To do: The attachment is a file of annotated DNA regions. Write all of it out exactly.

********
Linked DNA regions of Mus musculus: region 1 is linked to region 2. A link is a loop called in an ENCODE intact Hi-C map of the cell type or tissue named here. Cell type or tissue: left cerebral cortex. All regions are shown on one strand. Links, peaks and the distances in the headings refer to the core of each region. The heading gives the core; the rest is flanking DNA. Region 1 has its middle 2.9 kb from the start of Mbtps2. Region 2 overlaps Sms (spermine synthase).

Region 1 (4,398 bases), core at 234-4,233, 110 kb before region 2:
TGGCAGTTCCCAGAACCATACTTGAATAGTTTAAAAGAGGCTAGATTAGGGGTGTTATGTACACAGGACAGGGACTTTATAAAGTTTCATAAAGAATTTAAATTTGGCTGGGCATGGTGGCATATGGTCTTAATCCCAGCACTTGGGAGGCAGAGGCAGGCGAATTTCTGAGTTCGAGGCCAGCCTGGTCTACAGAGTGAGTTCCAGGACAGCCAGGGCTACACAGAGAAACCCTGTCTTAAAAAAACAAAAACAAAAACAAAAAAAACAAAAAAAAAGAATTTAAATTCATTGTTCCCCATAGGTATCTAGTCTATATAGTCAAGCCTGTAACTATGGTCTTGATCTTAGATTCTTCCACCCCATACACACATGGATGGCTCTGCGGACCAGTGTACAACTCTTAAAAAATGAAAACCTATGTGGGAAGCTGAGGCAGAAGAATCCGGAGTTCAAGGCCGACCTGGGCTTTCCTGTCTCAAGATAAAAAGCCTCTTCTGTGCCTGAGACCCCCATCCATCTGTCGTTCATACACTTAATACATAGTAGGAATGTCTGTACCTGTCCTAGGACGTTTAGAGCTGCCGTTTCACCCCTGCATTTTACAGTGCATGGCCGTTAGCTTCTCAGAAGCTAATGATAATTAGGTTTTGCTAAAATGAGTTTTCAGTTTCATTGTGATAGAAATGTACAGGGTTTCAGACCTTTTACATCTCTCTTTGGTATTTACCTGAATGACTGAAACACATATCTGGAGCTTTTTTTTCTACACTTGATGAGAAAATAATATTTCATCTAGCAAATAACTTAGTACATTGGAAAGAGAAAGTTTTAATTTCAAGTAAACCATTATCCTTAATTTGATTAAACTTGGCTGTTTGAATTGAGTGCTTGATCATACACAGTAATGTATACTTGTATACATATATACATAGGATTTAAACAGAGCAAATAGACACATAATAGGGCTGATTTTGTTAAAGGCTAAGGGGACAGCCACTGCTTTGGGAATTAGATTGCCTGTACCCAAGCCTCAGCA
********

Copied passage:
Linked DNA regions of Mus musculus: region 1 is linked to region 2. A link is a loop called in an ENCODE intact Hi-C map of the cell type or tissue named here. Cell type or tissue: left cerebral cortex. All regions are shown on one strand. Links, peaks and the distances in the headings refer to the core of each region. The heading gives the core; the rest is flanking DNA. Region 1 has its middle 2.9 kb from the start of Mbtps2. Region 2 overlaps Sms (spermine synthase).

Region 1 (4,398 bases), core at 234-4,233, 110 kb before region 2:
TGGCAGTTCCCAGAACCATACTTGAATAGTTTAAAAGAGGCTAGATTAGGGGTGTTATGTACACAGGACAGGGACTTTATAAAGTTTCATAAAGAATTTAAATTTGGCTGGGCATGGTGGCATATGGTCTTAATCCCAGCACTTGGGAGGCAGAGGCAGGCGAATTTCTGAGTTCGAGGCCAGCCTGGTCTACAGAGTGAGTTCCAGGACAGCCAGGGCTACACAGAGAAACCCTGTCTTAAAAAAACAAAAACAAAAACAAAAAAAACAAAAAAAAAGAATTTAAATTCATTGTTCCCCATAGGTATCTAGTCTATATAGTCAAGCCTGTAACTATGGTCTTGATCTTAGATTCTTCCACCCCATACACACATGGATGGCTCTGCGGACCAGTGTACAACTCTTAAAAAATGAAAACCTATGTGGGAAGCTGAGGCAGAAGAATCCGGAGTTCAAGGCCGACCTGGGCTTTCCTGTCTCAAGATAAAAAGCCTCTTCTGTGCCTGAGACCCCCATCCATCTGTCGTTCATACACTTAATACATAGTAGGAATGTCTGTACCTGTCCTAGGACGTTTAGAGCTGCCGTTTCACCCCTGCATTTTACAGTGCATGGCCGTTAGCTTCTCAGAAGCTAATGATAATTAGGTTTTGCTAAAATGAGTTTTCAGTTTCATTGTGATAGAAATGTACAGGGTTTCAGACCTTTTACATCTCTCTTTGGTATTTACCTGAATGACTGAAACACATATCTGGAGCTTTTTTTTCTACACTTGATGAGAAAATAATATTTCATCTAGCAAATAACTTAGTACATTGGAAAGAGAAAGTTTTAATTTCAAGTAAACCATTATCCTTAATTTGATTAAACTTGGCTGTTTGAATTGAGTGCTTGATCATACACAGTAATGTATACTTGTATACATATATACATAGGATTTAAACAGAGCAAATAGACACATAATAGGGCTGATTTTGTTAAAGGCTAAGGGGACAGCCACTGCTTTGGGAATTAGATTGCCTGTACCCAAGCCTCAGCA